It’s hard to say who this man was, as there are not a lot of details in the text or original Greek. The Greek δεῖνα (deina) is as you describe, but does not concretely give clear insights on who he was. In a parallel story recorded in Mark 14:13-15, we are given more details about this man:
Mark 14:13-15 NASB
 And He sent two of His disciples and said to them, “Go into the city, and a man will meet you carrying a pitcher of water; follow him;  and wherever he enters, say to the owner of the house, ‘The Teacher says, “Where is My guest room in which I may eat the Passover with My disciples?”’  And he himself will show you a large upper room furnished and ready; prepare for us there.”
Unfortunately there is nothing further here where we can determine concretely who the man was. The key detail, “a man […] carrying a pitcher of water,” may be tied to some cultural meaning. Jewish men in those days normally did not carry jugs of water. We cannot be sure if this unique characteristic of this man was just in Jesus’ supernatural knowing (confer with the calling of Nathanael in John 1:48), or an arranged signal He had organized earlier. Jesus Himself was a wanted man, and He was looking for a private place to share in His last Passover meal with His disciples. However, I believe we can only suppose further who this man was and how he came to be carrying a jug of water as Jesus foreknew.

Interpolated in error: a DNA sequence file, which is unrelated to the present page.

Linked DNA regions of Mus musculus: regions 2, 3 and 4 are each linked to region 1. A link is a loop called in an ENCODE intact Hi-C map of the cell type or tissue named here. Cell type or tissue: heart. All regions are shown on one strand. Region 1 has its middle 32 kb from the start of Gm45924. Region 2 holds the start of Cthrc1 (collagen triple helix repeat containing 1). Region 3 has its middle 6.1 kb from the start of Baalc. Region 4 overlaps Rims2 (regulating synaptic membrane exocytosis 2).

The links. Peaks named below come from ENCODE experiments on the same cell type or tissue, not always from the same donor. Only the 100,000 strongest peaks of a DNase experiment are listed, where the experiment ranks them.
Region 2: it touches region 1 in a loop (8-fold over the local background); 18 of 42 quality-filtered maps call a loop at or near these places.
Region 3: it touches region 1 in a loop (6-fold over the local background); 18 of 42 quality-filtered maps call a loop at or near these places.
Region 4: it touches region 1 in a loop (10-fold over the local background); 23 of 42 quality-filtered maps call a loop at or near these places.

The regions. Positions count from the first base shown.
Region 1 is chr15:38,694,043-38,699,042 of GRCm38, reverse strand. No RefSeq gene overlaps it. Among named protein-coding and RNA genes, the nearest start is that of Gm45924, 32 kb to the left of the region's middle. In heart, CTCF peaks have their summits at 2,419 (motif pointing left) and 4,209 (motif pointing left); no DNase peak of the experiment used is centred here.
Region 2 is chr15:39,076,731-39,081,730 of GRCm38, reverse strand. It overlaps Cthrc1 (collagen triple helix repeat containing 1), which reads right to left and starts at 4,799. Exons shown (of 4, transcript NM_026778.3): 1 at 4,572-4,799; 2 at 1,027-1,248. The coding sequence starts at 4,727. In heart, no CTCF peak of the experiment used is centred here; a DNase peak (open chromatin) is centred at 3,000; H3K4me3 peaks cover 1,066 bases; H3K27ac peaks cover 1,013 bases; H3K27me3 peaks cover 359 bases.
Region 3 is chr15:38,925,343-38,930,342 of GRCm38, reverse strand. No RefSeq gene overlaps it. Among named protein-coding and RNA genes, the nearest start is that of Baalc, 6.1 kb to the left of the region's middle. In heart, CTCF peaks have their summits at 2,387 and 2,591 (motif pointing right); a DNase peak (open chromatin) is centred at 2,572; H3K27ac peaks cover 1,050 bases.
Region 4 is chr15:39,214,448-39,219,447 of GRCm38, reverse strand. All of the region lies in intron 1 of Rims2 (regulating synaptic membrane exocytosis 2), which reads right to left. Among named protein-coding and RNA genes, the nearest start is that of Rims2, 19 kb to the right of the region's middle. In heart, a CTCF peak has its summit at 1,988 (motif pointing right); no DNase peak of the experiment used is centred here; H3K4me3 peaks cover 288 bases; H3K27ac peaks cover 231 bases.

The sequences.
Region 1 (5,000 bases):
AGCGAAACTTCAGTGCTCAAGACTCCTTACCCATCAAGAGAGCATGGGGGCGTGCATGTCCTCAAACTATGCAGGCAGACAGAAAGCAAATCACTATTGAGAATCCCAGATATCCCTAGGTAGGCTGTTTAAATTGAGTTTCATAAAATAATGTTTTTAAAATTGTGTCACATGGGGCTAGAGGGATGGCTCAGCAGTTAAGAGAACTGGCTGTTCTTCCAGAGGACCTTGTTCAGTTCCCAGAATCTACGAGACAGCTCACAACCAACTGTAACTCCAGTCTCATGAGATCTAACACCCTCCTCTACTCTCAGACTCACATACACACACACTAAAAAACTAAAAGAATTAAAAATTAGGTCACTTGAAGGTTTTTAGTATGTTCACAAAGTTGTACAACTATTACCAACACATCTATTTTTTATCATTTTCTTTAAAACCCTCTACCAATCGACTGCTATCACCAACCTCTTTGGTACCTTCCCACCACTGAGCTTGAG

This was an interesting detail that I had not thought too much about till now. I’m curious if anyone else has further insights.
 Craig L. Blomberg, Matthew in The New International Commentary, vol. 22, eds. David S. Dockery, et al. (Nashville: Broadman, 1992), 387-388.
 Craig A. Evans, Mark 8:27-16:20 in Word Biblical Commentary, vol. 34B, eds. Bruce. M. Metzger, et al. (Grand Rapids: Zondervan, 1988), 15545-15569, Kindle.